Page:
Report from the Legislature
January 18, 2018
Every province in Canada has now imposed some version of the Trudeau carbon tax – every province except Saskatchewan.
Our made-in-Saskatchewan climate change plan will seriously address the challenge of climate change without a carbon tax. The NDP said we should “check with the feds” to see if that’s OK.
We don’t work for the federal government. We work for the people of Saskatchewan. The NDP may want the Trudeau carbon tax in Saskatchewan, but we’re going to stand up for this province.
The Trudeau government has now released a 236-page draft bill to impose its federal carbon tax on provinces that don’t have one. Saskatchewan Justice is reviewing the draft federal legislation.
We continue to believe that the federal proposal to impose a carbon tax backstop on top of provincial climate change plans is a significant overreach by the Government of Canada and is open to Constitutional challenge.
If the Trudeau government decides to try and impose a carbon tax on Saskatchewan families and businesses, our government will continue our fight to prevent that from happening, including taking court action if necessary.
Ten years ago, our newly-elected Saskatchewan Party government set out to reverse years of decline under the NDP by creating one of the strongest investment climates in Canada.
During a decade of our plan in action, Saskatchewan has added over 60,000 more jobs and maintained among the strongest job and wage growth in all of Canada.
This period of exceptional growth has benefited our province in a variety of ways, including new and exciting opportunities to build careers and contribute to our communities.
We know that there have been challenges for our province’s economy and that has put pressure on businesses, jobs, families, and the province’s finances. We will continue to help diversify our economy by supporting growth in value-added production, innovation and technology.
Our government has also passed amendments to The Income Tax Act, extending the lower 2 per cent tax rate to small business income. This is going to provide greater incentive to hire more workers and invest in new capital. These changes build on our 2011 decision to reduce the small business tax rate from 4.5% to 2%, saving small businesses over half a billion dollars by the end of 2017.
Saskatchewan’s economy continues to show signs of momentum with 5,000 new jobs in December and 17% growth in building permits over the past year.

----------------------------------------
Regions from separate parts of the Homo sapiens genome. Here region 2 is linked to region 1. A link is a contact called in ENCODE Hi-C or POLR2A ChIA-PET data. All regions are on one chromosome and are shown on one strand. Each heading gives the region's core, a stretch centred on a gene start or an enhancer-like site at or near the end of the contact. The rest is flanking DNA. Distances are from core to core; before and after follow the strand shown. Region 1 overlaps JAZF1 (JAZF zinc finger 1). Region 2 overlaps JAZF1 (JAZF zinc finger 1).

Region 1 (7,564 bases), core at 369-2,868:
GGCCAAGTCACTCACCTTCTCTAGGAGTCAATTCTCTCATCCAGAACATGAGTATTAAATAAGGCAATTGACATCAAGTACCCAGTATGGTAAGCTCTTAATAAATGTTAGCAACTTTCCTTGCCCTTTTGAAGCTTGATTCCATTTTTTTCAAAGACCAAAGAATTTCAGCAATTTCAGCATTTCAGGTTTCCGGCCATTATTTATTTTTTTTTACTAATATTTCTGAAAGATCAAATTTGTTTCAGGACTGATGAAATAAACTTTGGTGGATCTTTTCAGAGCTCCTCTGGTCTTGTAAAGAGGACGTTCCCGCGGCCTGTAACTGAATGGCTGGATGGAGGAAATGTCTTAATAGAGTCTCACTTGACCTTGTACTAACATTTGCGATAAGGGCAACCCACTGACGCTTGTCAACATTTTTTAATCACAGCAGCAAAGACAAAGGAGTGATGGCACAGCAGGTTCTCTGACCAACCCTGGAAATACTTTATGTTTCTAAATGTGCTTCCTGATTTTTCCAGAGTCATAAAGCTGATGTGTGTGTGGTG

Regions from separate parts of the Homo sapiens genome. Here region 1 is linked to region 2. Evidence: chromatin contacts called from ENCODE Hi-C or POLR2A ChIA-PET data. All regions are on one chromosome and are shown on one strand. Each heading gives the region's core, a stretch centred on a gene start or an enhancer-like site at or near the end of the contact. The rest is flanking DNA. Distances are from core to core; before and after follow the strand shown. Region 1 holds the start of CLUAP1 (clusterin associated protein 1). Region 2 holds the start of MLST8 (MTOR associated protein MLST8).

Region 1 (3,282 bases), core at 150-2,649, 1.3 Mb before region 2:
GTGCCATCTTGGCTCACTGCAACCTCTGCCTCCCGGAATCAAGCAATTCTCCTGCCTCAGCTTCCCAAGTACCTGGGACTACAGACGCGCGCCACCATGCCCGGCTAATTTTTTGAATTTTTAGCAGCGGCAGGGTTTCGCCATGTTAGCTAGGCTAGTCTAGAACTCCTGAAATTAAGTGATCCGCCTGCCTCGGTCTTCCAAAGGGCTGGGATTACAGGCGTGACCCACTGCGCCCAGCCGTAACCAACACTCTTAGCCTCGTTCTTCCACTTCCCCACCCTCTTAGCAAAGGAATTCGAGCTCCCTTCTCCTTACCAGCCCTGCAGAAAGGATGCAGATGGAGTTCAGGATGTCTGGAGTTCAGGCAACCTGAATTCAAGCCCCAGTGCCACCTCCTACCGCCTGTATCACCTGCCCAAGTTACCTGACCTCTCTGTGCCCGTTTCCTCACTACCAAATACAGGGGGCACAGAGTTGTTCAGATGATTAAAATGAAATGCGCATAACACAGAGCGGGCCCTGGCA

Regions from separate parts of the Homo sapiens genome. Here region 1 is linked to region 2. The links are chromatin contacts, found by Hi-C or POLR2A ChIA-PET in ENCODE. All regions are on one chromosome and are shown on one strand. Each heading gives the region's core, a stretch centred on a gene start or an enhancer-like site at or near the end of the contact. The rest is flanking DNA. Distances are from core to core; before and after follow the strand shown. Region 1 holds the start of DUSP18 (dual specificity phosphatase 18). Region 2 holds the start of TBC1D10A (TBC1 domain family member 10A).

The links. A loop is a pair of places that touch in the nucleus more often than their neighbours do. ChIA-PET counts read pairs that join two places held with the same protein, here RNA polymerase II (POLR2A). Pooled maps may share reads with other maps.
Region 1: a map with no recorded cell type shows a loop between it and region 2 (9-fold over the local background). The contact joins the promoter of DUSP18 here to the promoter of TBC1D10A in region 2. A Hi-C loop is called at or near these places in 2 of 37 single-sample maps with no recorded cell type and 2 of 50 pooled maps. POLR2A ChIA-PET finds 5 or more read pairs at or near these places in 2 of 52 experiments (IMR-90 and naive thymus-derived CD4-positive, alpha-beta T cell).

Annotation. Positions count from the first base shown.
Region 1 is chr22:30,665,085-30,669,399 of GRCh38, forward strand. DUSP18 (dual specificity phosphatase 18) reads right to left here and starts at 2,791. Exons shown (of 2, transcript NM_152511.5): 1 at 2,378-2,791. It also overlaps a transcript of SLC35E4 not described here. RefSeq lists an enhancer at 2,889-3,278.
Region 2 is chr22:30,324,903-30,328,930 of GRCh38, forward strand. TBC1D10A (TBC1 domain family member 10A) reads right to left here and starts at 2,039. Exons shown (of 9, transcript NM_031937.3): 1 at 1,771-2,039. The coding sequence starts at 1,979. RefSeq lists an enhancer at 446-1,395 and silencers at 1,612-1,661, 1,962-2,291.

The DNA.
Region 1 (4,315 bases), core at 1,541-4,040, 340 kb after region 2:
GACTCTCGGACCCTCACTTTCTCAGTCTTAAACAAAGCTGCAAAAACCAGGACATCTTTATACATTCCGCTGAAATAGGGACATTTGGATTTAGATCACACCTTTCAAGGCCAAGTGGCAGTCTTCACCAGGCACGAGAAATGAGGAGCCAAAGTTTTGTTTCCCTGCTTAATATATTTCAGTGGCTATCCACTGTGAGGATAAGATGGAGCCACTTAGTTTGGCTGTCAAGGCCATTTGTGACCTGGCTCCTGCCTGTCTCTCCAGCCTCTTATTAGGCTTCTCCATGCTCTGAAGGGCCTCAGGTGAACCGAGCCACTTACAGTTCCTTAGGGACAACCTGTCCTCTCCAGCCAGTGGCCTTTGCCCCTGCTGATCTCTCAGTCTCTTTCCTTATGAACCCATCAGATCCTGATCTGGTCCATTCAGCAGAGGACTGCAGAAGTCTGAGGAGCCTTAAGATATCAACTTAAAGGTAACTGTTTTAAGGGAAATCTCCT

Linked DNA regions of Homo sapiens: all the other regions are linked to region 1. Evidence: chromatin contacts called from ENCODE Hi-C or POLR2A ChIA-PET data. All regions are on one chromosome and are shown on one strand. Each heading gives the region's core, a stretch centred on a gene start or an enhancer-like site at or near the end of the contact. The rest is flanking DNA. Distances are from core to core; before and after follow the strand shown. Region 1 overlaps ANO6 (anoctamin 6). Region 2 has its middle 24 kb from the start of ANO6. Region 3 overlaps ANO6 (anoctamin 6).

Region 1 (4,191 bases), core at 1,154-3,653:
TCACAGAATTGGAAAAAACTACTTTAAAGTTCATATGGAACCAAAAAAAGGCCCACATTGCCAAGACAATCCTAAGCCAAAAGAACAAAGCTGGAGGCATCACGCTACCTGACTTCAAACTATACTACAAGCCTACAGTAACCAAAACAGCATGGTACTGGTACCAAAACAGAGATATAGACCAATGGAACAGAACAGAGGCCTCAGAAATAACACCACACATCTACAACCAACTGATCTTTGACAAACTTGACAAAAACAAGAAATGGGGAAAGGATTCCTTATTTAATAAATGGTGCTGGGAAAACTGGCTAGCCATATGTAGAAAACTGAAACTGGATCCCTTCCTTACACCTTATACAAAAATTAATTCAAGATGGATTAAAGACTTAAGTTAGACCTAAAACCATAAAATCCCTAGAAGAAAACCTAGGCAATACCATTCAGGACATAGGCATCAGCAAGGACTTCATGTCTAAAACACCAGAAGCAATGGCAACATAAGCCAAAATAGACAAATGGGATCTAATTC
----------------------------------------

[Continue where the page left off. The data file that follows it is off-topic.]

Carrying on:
Saskatchewan’s 12 per cent corporate income tax rate continues to be competitive and among the lowest in the country, further enhancing our province’s significant advantages when attracting new investment and jobs.
Saskatchewan residents will also continue to benefit from lower provincial Personal Income Tax rates this year, which dropped half a percentage point effective July 1, 2017. Saskatchewan Personal Income Tax rates will drop by another half point on July 1, 2019.
An RBC Economics Provincial Outlook also projects Saskatchewan to lead the country with economic growth of 2.7 per cent for both 2018 and 2019. With a strengthening economy and our population continuing to grow, Saskatchewan is beginning a second decade of growth.
Recently, our government announced how legal cannabis will be sold in Saskatchewan.
The federal government has established very aggressive timelines for the legalization of cannabis and our government is being diligent to ensure the sale and regulation of cannabis in Saskatchewan strikes a balance between public safety and access for consumers.
The Saskatchewan Liquor and Gaming Authority (SLGA) will be issuing approximately 60 cannabis retail permits to private operators in up to 40 municipalities and First Nations communities.
The initial allocation for retail store permits will be in communities with a population of at least 2,500 people, with additional permits being allocated to larger communities. Municipalities and First Nations will have the option to opt out of having a cannabis store in their community if they choose.
Wholesaling and retailing of cannabis will be conducted by the private sector and regulated by SLGA.
Cannabis retailers will be required to establish standalone storefront operations, with the option to also operate an online store. Cannabis stores will be limited to selling cannabis, cannabis accessories, and other ancillary items. Stores must also have the ability to track and report cannabis inventory to help ensure consumers have access to safe, legal product from regulated wholesalers.
Other details will be finalized over the coming weeks with a decision on the minimum age to be made later this spring.